Walks through the Mountains of Georgia07 - 21 September, 2017

Trip Dates:
07 - 21 September, 2017
Trip Price: £3240 including international flights
Single Room Supplement: £320
Trip Length: 15 days

From the Promethean legends to stories of the Golden Fleece, the Caucasus mountains are known for their turbulent histories, extraordinary cultural traditions and spectacular landscapes. Situated at the crossroads of Europe, Asia and Middle East, these mountains have been an impenetrable barrier whose ancient tribes have survived despite the ravages of the vagabound hordes from the steppes (Huns, Mongals, Khazaras and Turkes) and the mighty Eurasian empires of the Greeks, Romans, Byzantines, Arabs, Turks and Russians. On this unique journey learn more of a rich culture still intact whose history is steeped in ancient customs and traditions..

.Dr Jahn will show that there is still a common mountain culture that links the Georgian Mountain tribes – the Tush, Khevsurs, Ratchuelians and Svans and he will test the old idea of the Caucasus as an impenetrable barrier with these ancient tribes living in splendid isolation from the outside world.

 The journey involves a series of moderate walks (4 – 6 hours) along the southern crest of the Caucasus Georgia whose peoples have has been profoundly affected by the country’s adoption of Christianity in the 4th century. The walks will take in the various regions around Svaneti, Tusheti and the Kazbegi and link ancient Silk routes, monasteries in spectacular positions, and picturesque villages. Learn more of the communities here where the old customs and beliefs still survive despite years of Communist oppression and political and social disarray following the collapse of the Soviet Union.

here will also be visits to Tblisi which in the 12th century, was one of Asia’s most important political, economic and cultural centres and today is a flourishing modern city with its theatres, cafes and markets. Explore the beautiful villages of Mestia and Ushguli with their incredible ‘tower houses’ the highest permanently inhabited settlements in Europe. The journey finishes at Batumi, on Georgia’s balmy eastern coast of the Black Sea surrounded by high forested mountains and lush sub-tropical hills..

This walks do not require any special technical abilities but will involve about 4 - 6 hours of walking per day over uneven and in places steep ground. Please note the highest the party will ascend in one day of walking is about 400 metres in altitude. However there are occasional steep portions of the trek where you may need to walk ‘up steps’ for about one hour. The highest altitude that the party will reach is around 3000 metres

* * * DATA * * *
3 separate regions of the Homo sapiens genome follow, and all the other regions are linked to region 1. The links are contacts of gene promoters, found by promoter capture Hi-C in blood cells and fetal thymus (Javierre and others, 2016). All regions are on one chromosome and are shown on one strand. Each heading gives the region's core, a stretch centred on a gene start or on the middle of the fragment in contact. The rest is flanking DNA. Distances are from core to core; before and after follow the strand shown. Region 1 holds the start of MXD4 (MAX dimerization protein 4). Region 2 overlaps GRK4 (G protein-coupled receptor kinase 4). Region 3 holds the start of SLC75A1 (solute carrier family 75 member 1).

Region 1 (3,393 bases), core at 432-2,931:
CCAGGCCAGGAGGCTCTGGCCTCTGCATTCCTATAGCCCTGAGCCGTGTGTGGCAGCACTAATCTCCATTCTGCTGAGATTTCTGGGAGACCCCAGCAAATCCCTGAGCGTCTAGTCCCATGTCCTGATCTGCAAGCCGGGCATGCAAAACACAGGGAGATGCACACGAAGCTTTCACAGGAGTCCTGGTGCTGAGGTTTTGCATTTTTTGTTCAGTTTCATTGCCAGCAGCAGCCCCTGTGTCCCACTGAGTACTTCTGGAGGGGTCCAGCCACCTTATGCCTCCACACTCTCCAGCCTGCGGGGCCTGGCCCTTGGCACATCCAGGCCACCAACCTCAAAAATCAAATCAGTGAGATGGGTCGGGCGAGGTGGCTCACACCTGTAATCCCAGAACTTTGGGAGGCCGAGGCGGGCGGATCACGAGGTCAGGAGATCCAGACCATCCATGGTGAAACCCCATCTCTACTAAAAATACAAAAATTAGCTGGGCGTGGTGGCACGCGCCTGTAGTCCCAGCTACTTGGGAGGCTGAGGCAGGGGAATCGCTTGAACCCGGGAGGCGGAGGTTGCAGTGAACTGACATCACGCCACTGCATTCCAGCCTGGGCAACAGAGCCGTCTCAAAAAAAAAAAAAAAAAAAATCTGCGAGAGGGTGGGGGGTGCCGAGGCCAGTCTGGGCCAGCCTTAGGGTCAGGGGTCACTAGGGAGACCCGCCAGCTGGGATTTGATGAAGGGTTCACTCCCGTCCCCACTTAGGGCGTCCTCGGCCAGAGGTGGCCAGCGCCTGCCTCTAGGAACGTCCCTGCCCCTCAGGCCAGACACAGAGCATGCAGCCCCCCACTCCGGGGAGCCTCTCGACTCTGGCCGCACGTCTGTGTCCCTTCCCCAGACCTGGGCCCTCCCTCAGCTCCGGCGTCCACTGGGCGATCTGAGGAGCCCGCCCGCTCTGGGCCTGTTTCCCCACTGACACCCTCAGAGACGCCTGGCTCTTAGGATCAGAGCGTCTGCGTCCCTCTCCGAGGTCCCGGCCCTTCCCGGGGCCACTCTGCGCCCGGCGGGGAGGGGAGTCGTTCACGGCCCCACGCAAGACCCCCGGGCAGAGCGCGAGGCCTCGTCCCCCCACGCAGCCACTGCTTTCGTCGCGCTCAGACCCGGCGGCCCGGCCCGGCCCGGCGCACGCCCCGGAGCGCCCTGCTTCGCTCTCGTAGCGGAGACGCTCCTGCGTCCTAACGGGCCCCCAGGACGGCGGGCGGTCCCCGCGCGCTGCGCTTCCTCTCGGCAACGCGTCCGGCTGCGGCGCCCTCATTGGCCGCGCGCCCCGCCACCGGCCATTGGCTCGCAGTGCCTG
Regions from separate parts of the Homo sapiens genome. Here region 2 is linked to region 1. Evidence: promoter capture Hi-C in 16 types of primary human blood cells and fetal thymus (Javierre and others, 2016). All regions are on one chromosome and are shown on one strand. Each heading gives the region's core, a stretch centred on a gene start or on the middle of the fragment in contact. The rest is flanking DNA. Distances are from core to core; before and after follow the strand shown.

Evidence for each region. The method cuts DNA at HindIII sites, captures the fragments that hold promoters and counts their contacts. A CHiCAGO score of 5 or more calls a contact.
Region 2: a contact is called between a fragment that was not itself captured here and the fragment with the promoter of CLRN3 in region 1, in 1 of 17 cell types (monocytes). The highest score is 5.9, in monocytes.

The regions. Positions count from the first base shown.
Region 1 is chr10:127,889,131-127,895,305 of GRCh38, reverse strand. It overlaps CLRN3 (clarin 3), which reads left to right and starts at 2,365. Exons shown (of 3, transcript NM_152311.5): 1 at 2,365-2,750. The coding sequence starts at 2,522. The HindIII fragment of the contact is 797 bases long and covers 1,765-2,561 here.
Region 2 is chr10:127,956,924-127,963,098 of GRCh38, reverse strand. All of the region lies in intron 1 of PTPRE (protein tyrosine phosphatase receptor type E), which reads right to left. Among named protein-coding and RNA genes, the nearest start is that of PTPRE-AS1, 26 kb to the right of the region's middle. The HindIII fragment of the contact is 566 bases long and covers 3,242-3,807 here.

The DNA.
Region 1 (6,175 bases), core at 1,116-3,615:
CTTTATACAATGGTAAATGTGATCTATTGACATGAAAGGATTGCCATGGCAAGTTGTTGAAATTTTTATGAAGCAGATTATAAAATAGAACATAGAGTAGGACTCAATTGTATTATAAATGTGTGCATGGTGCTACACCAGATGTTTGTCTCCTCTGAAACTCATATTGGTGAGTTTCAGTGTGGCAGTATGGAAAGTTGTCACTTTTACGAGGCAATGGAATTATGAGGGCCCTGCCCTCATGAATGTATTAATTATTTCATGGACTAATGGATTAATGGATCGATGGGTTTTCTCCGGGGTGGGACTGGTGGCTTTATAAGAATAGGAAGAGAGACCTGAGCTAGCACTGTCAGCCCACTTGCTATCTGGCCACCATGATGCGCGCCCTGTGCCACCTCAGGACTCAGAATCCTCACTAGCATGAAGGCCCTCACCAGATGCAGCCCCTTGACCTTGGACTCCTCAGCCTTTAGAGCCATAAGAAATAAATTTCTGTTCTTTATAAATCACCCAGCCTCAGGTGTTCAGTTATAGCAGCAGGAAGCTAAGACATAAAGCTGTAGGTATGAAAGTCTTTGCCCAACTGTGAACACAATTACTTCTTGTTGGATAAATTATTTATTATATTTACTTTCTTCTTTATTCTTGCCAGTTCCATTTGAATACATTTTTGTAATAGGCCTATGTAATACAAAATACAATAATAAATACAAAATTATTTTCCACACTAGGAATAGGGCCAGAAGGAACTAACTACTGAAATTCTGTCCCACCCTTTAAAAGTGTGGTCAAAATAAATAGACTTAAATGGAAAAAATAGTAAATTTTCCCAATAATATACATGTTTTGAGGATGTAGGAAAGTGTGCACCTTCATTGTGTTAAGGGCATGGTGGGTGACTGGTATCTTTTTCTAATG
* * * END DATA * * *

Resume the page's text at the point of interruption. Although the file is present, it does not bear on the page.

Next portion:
Please note that Distant Horizons has sole responsibility for the operation of this tour. The participating University has no direct control over the operation of any tours.

Maximum Party Size: 16

Trip Leader: Dr Hubertus Jahn

Dr Hubertus Jahn lectures in East European History at the University of Cambridge, where he is the Chair of the Committee for Russian and East European History. He has travelled extensively in the Caucasus since his first visit in 1982, is married to a Georgian and has accompanied several alumni trips to Georgia. His research interests include Russian and East European history, particularly Russian social and cultural history, national identity and nationalism, popular culture, poverty, deviance and crime, history of St Petersburg, Caucasian studies.

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Walks through the Mountains of Georgia Trip Comments:

‘‘The visits to rural homes, were very enjoyable and gave us a chance to meet people in their own homes. They were most welcoming and entertaining with their hospitality.’
‘Overall, it was an excellent trip packed with wonderful experiences and accompanied by excellent guides, Dr Jahn, Teona and Irene.’
‘We travelled with people who were excellent companions open to this part of the world and very knowledgeable.’
‘The visits to rural homes, were very enjoyable and gave us a chance to meet people in their own homes. They were most welcoming and entertaining with their hospitality.’